Coming of age in Los Angeles, Melba Liston, the noted jazz trombonist and composer, attended high school with the famed saxophonist Dexter Gordon. She spent many hours in the company of the great multireedist Eric Dolphy. The esteemed pianist and bandleader Randy Weston wrote a song in tribute to her musical genius.
Quite apart from the significant others cited here, the operative word is “genius,” and she was still a child when evidence of it began to flower. Born Jan. 13, 1926, in Kansas City, Mo., Melba Doretta Liston was 7 years old when her parents bought her a trombone. She had seen the instrument when a traveling music store came to her elementary school. “When I saw the trombone,” she said, “I thought how beautiful it looked, and I knew I just had to have one. No one told me that it was difficult to master.”
Despite the challenge of learning the slide and having to turn her head sideways to reach certain notes in the slide positions, in the matter of a year Liston was proficient enough on the horn to begin performing on a local radio show. After a disappointing experience with a teacher, she began teaching herself to play by ear. The family relocated to Los Angeles in 1937, and almost immediately she was promoted to high school, although she had only been in the sixth grade in Kansas City.
Liston had better success with another teacher, Alma Hightower, but by the time she was 16 she was a member of the musicians’ union and ready to embark on a professional career. One of her first gigs was with the band of the Lincoln Theater in Los Angeles. Working there provided her an opportunity to engage members of the International Sweethearts of Rhythm, occasionally writing arrangements for them and other groups at the theater.
When trumpeter Gerald Wilson formed his new band, Liston joined and she remained there until 1948. Her next stop was with Dizzy Gillespie’s big band, and that put her in close proximity on the bandstand with such luminaries as John Coltrane and John Lewis. But the stint here, although instructive, lasted only a year. she was soon back with Wilson in a band that traveled with Billie Holiday. Their tour dates in the South, as it was for many African-American musicians then, was stress-filled, mainly because of the inconvenience of racism and segregation.
According to Weston, “On one occasion, she was stranded with Billie Holiday, both of them broke, in a hostile South Carolina, and on another, she walked about playing a harp in the film ‘The Ten Commandments.’”
Liston offers a different version of this experience. “I had a long thing with Lana Turner and walked around behind her playing a harp in ‘The Prodigal’  and was a member of the palace orchestra in ‘The Ten Commandments,’” she recalled. “I was tall and skinny then, and they said that had they known about me sooner, they could have used me in several of those Egyptian movies. I never really took acting seriously. It was nice doing those movies, but they’re all crazy out there in Hollywood.”
The tour with Holiday had a devastating effect on Liston, to say nothing of the abuse and harassment she had endured as a female instrumentalist. After the tour, she stopped performing, moved back to Los Angeles where she worked as a clerk for the city’s Board of Education. Although her performances were curtailed, that did not interfere with her composing and arranging.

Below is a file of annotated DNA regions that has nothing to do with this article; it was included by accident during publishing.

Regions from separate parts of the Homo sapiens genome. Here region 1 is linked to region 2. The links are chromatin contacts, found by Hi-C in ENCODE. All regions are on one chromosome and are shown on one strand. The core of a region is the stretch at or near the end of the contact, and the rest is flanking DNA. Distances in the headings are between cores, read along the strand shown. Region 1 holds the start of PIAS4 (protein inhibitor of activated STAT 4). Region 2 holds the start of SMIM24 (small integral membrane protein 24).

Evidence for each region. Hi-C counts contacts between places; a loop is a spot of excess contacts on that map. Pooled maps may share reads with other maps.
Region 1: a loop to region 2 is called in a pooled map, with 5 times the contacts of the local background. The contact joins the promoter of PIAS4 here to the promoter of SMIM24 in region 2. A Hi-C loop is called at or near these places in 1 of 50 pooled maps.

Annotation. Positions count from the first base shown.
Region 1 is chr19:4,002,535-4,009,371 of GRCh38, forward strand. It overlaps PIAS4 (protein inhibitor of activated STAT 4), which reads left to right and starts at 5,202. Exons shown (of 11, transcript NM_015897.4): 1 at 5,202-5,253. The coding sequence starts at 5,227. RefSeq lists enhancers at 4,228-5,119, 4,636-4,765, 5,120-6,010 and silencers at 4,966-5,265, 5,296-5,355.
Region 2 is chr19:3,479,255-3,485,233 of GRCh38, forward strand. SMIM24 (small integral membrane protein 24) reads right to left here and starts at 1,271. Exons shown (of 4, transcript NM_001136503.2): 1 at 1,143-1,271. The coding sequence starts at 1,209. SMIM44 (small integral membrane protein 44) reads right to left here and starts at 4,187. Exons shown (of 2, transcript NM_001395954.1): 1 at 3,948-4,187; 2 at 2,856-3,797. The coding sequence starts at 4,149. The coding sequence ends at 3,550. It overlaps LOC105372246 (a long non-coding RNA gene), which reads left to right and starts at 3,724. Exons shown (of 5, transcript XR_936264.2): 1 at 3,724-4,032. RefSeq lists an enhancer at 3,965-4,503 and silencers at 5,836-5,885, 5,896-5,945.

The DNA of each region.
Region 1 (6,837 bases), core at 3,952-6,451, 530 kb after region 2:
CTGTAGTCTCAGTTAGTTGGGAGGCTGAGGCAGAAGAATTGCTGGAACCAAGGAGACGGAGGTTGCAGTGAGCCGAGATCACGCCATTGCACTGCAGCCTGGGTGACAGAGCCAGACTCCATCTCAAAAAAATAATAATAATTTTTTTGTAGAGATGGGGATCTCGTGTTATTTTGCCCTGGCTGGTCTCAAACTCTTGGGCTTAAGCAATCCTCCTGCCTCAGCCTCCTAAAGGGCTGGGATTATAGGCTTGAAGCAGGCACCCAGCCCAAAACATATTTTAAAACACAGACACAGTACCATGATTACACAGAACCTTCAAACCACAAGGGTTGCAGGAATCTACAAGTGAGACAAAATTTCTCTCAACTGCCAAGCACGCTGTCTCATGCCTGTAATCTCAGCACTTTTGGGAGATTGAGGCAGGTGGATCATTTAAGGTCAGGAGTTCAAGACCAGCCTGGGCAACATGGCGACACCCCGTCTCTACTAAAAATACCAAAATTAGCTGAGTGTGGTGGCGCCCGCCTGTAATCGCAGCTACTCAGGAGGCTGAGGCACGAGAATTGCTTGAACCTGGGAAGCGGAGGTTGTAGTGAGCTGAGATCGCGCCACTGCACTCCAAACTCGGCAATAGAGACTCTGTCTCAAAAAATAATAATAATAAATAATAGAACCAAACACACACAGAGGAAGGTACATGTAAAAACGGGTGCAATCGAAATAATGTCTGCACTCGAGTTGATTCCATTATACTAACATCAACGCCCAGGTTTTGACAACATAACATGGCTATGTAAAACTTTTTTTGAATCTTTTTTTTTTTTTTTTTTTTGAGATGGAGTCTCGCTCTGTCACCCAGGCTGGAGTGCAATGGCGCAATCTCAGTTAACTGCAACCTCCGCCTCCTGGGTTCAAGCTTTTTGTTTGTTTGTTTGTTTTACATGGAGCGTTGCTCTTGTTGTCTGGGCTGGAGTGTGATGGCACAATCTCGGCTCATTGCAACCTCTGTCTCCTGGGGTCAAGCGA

By the mid-’50s, after a brief flirtation in the film industry, she was with Gillespie’s band, where she wrote a number of treasured arrangements, including “Stella By Starlight” and “The Gypsy.” She provided the same valuable services to Quincy Jones and his orchestra. In 1958, she recorded her first and only album, “Melba Liston and Her Bones.”
In the ’60s, Melba spent most of her time in New York City, where the studio sessions and arranging opportunities were lucrative. Among the records she scored were dates with Milt Jackson, Gloria Lynne and even with Motown stars such as Marvin Gaye and The Supremes. For a short spell, she fronted a band with trumpeter Clark Terry and appeared once again onstage performing with Charlie Mingus at Town Hall in 1962.
But one of the byproducts of working as an arranger with the Riverside label was her relationship with Randy Weston. He hired her to embellish his compositions, which, according to him, she made sound like he had created them. “She’s just a great, great arranger,” he noted in his autobiography “African Rhythms.”
Weston, added, “She had this big, gorgeous sound on the trombone and coupled with the incredible arrangements. … I was hooked.”
Curiously, it was not until 2001 that he recorded “Sketch of Melba,” which had been so wonderfully rendered on flute by Eric Dolphy. The Weston/Liston collaboration created 10 albums and a lifelong friendship.
Liston was back in Los Angeles by the late ’60s, where she worked with youth orchestras. In 1973, she migrated to Jamaica and stayed there until 1999. She was deeply involved in the countries culture and music, and she taught at University of the West Indies and was director of music studies at the Jamaica Institute of Music in Kingston.
Beginning in 1985, Liston suffered a number of debilitating strokes that limited her playing and confined her to a wheelchair, although she continued to produce those glorious arrangements. In 1987, she was awarded the Jazz Masters Fellowship from the National Endowment of the Arts. It was right after she received a tribute, along with Weston, at Harvard University that she died April 23, 1999. She was 73.